In case you’re curious, I did win my office Oscar pool…sort of. I guessed 17 of 24 categories correctly. (I missed, among other smaller categories, the writing categories (which I never miss) and of course, Best Picture.) And I’m sure you can imagine my delight Monday morning when it was announced at work that the winner had guessed 17 categories correctly, and the runners-up 16 categories. I’m equally sure you can imagine my irritation when, just as I was poised to leap out my seat and accept my award, the name called was not mine .
It turned out that the answer key the graders used was wrong. After a mandatory recount, first place was a tie between me and one other person who also correctly guessed 17 categories. The false Academy prophet dropped to a runner-up with just 16 categories correct. Because this is a good-natured company, all three of us got movie tickets. However, there was evidently a trophy as well (I didn’t know I was competing for a trophy!) and the tie-breaker was the best picture category. And, once again, I think we all know how this story goes.
My remorse over incorrectly predicting the wrong best picture (as a colleague at company #2 put it, I didn’t trust the Academy) is a bit, shall we say, ridiculous. If only I’d trusted the Academy, if only I hadn’t hedged my bets on the sound categories… This is why I don’t gamble. The Academy Awards are not like math, they don’t have right answers, and yet I spent the better part of Monday wishing I’d studied a bit harder… Anyway, I’ve now amassed three pairs of movie passes (the Oscar win, credit card points redeemed, and a gift certificate) so if my husband and I can ever agree on a movie to see, we might actually leave the house.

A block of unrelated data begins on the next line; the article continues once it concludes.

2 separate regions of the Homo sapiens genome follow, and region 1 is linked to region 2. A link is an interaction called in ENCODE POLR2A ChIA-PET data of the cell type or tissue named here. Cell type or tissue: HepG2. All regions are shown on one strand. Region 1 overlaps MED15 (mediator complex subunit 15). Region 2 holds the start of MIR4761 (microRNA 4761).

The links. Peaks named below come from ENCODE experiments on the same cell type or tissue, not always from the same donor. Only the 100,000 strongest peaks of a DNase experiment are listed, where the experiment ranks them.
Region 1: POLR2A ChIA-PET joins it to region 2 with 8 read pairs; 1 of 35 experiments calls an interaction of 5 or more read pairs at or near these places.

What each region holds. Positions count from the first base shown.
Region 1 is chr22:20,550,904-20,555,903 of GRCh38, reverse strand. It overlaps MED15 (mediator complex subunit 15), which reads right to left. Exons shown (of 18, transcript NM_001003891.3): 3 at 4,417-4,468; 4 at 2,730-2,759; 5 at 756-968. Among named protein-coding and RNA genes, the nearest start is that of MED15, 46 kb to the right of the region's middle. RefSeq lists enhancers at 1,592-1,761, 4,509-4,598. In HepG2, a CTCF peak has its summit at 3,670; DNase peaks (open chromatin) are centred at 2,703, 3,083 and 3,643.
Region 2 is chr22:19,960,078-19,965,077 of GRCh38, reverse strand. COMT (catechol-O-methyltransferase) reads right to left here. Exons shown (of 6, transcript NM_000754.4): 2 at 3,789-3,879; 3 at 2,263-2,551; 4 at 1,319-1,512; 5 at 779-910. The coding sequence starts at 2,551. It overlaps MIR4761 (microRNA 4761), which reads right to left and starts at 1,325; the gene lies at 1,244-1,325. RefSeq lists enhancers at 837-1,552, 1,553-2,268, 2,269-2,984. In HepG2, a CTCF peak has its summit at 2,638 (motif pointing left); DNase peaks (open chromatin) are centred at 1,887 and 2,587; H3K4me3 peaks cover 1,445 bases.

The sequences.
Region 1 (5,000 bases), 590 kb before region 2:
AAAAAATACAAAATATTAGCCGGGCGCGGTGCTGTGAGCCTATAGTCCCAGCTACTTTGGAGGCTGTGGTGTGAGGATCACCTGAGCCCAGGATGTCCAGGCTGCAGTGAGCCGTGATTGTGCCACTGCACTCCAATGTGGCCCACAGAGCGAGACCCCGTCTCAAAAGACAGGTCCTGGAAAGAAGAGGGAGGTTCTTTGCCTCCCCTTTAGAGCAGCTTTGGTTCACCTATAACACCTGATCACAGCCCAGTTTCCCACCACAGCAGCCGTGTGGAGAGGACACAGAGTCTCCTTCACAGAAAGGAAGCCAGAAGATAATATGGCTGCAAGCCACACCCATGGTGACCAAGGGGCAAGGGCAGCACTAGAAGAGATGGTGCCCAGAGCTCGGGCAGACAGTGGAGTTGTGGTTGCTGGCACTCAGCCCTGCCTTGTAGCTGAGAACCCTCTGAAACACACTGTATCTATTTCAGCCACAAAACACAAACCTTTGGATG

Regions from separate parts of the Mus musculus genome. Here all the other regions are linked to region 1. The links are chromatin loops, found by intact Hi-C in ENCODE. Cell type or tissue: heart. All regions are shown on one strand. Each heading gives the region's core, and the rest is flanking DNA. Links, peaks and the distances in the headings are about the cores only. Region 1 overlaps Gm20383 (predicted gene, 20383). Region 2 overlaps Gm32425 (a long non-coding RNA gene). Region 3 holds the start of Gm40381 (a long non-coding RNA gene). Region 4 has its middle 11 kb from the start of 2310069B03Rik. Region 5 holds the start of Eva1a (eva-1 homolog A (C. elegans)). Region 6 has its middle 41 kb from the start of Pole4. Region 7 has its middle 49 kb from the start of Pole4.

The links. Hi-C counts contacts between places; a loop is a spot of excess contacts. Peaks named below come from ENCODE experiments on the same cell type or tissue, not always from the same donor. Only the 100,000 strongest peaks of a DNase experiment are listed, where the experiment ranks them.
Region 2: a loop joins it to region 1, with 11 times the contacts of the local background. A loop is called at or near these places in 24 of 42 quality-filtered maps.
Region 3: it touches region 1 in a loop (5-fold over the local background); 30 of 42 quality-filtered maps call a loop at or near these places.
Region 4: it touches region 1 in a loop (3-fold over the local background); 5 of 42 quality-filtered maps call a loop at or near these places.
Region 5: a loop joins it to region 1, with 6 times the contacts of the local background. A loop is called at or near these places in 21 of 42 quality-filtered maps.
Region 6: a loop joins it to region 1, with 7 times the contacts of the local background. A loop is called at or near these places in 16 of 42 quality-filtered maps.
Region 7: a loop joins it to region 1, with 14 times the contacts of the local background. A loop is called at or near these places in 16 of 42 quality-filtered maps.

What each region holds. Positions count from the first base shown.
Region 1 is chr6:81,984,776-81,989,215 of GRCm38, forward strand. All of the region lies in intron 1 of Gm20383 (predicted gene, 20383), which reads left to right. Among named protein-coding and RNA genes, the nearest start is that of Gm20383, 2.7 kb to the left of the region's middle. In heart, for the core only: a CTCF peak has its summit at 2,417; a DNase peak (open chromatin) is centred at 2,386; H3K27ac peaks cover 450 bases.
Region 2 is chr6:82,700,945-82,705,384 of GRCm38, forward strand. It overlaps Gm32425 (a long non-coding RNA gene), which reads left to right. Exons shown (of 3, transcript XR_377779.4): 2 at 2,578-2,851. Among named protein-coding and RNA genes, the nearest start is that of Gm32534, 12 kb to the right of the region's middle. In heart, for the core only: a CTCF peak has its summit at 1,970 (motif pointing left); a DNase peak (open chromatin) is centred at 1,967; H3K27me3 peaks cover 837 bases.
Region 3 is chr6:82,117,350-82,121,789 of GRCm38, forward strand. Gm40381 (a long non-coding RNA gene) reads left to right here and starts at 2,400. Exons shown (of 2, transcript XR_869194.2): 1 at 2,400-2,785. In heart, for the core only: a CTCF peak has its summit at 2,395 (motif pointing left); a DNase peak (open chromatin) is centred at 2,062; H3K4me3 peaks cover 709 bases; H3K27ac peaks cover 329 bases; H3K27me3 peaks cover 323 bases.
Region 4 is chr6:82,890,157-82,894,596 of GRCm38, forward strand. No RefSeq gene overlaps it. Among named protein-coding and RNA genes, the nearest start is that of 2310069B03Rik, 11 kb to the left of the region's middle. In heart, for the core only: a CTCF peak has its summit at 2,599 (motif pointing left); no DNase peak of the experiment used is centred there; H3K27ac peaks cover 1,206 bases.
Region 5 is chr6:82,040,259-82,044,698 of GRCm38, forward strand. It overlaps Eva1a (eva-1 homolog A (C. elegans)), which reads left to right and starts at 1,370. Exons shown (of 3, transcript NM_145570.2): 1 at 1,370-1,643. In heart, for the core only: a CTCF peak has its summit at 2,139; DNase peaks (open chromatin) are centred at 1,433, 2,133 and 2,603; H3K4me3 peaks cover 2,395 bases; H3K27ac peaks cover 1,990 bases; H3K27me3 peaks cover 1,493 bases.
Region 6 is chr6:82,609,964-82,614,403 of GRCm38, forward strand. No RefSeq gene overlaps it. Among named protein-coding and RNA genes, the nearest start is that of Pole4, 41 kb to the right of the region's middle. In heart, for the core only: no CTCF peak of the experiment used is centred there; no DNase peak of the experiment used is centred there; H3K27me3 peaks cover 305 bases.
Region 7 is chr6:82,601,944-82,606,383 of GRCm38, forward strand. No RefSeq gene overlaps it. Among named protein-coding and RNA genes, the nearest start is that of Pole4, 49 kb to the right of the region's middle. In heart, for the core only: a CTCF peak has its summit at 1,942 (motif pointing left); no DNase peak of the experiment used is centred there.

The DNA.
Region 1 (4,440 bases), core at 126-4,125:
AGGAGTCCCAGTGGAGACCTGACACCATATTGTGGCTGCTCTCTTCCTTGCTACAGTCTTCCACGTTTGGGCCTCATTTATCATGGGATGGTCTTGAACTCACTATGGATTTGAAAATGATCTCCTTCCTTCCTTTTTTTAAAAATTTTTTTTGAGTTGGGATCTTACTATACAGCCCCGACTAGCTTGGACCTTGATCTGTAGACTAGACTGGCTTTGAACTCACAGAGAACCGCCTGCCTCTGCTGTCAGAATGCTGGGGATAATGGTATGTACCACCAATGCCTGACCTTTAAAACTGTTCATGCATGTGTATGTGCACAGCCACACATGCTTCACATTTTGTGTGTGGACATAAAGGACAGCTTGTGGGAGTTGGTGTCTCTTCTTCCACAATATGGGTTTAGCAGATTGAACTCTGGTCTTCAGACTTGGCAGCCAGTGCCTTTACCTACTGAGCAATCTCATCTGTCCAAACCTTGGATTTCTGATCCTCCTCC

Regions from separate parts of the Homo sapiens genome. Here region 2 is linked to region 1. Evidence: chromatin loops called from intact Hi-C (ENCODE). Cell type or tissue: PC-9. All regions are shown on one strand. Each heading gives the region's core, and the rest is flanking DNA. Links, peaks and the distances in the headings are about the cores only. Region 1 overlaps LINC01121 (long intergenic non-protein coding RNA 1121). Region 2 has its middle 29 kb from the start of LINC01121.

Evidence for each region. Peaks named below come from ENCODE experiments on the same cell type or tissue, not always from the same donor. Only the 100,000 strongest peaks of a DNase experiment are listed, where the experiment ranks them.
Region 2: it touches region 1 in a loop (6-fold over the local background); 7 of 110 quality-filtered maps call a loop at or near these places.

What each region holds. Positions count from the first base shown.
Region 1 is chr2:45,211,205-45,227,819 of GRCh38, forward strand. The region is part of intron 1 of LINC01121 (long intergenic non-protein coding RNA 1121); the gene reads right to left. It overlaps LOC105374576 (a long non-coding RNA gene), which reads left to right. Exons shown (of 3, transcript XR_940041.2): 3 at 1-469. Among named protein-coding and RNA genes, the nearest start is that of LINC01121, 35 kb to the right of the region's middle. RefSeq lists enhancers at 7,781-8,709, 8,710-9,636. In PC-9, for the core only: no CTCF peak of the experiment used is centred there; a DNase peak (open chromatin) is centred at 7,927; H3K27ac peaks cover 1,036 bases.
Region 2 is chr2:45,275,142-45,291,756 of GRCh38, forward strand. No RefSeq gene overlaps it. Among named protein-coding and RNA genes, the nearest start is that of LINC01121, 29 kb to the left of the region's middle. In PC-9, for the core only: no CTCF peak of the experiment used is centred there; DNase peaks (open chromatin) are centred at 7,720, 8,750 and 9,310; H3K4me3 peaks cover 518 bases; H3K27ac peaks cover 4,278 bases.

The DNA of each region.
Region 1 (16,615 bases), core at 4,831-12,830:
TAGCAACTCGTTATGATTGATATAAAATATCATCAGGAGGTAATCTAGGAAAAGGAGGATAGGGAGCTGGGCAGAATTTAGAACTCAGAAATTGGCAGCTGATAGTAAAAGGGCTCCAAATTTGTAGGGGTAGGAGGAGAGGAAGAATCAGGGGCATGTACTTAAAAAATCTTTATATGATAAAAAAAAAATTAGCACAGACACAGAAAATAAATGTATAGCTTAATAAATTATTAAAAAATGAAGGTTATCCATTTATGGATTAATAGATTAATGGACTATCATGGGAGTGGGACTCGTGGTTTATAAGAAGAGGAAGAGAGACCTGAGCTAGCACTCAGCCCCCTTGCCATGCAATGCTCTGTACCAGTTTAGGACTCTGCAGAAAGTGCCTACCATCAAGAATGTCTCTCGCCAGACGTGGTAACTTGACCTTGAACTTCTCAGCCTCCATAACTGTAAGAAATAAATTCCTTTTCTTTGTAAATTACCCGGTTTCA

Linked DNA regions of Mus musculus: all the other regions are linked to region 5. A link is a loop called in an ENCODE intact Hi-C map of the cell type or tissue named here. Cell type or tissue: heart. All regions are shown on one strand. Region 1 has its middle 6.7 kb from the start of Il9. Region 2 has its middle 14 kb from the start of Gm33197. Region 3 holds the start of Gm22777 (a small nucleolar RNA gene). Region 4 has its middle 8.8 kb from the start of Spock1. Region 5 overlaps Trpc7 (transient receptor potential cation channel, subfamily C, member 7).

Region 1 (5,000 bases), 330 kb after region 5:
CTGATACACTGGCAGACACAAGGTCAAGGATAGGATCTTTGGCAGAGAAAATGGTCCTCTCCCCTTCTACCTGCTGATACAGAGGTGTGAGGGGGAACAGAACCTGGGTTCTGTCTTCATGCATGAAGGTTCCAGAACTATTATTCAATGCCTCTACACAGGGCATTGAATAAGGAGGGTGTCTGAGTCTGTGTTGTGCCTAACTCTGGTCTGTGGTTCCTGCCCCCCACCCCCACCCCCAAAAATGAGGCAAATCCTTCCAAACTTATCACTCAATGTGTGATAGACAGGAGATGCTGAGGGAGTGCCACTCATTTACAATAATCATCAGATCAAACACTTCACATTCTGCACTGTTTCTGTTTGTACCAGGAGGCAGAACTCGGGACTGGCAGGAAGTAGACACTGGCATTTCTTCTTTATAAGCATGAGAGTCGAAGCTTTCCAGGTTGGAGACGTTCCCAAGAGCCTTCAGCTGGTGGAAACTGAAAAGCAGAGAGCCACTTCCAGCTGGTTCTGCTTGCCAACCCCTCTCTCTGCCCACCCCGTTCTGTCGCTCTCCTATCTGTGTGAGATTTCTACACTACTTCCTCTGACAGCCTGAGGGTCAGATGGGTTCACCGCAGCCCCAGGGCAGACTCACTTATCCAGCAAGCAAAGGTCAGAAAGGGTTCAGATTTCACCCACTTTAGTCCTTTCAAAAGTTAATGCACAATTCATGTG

Speaking of movies we watched together… I did, as I said I would, watch both District 9 and Inglourious Basterds last weekend. The surprising thing was that Shaun watched both with me. Actually, that’s less surprising than the fact that we BOTH liked both of them! District 9 I thought was okay…for a science fiction movie. It wasn’t exactly revolutionary but it was entertaining. The real treat was Inglourious Basterds, which I’m so glad I watched as it is one I could have easily passed by. Since it’s Quentin Tarantino, the violence was overly graphic, but the story was excellent. The way he weaved together the different characters and storylines was brilliant, and every scene kept me engaged and interested. Though it’s described as a “revenge fantasy” because nothing like it happened during the real World War II, this is not a movie that claims to be a historical document, and I never thought of it as anything but fiction. Very, very good fiction. I read an interview with Tarantino in which he said he had a hard time casting Hans Landa (played by Academy Award winner Kristof Waltz) because there’s a poetry to his dialogue that a lot of the other actors were missing. It sounded somewhat conceited when I read it but now I get it. Quentin is a wordy guy and I like wordy films and delivery of those words, as I know full well from trying to do my own voiceovers, is integral.
I’m even more surprised this film didn’t win for screenplay, because The Hurt Locker, while incredibly tense, isn’t much in the dialogue department. The tension in that film was created by editing and directing and cinematography choices. Though I’ve not seen the film twice, I imagine it’s not easy to repeat the tense-ness of it when you already know what’s going to happen. I could (and might!) watch Inglourious Basterds (or A Serious Man, for that matter) several times before I feel I’ve gotten everything out of the dialogue.
I have to say that of the seven nominated films I’ve seen, it wasn’t a bad year for movies. I just hope the free movies, whatever they turn out to be, don’t leave me demanding my money back.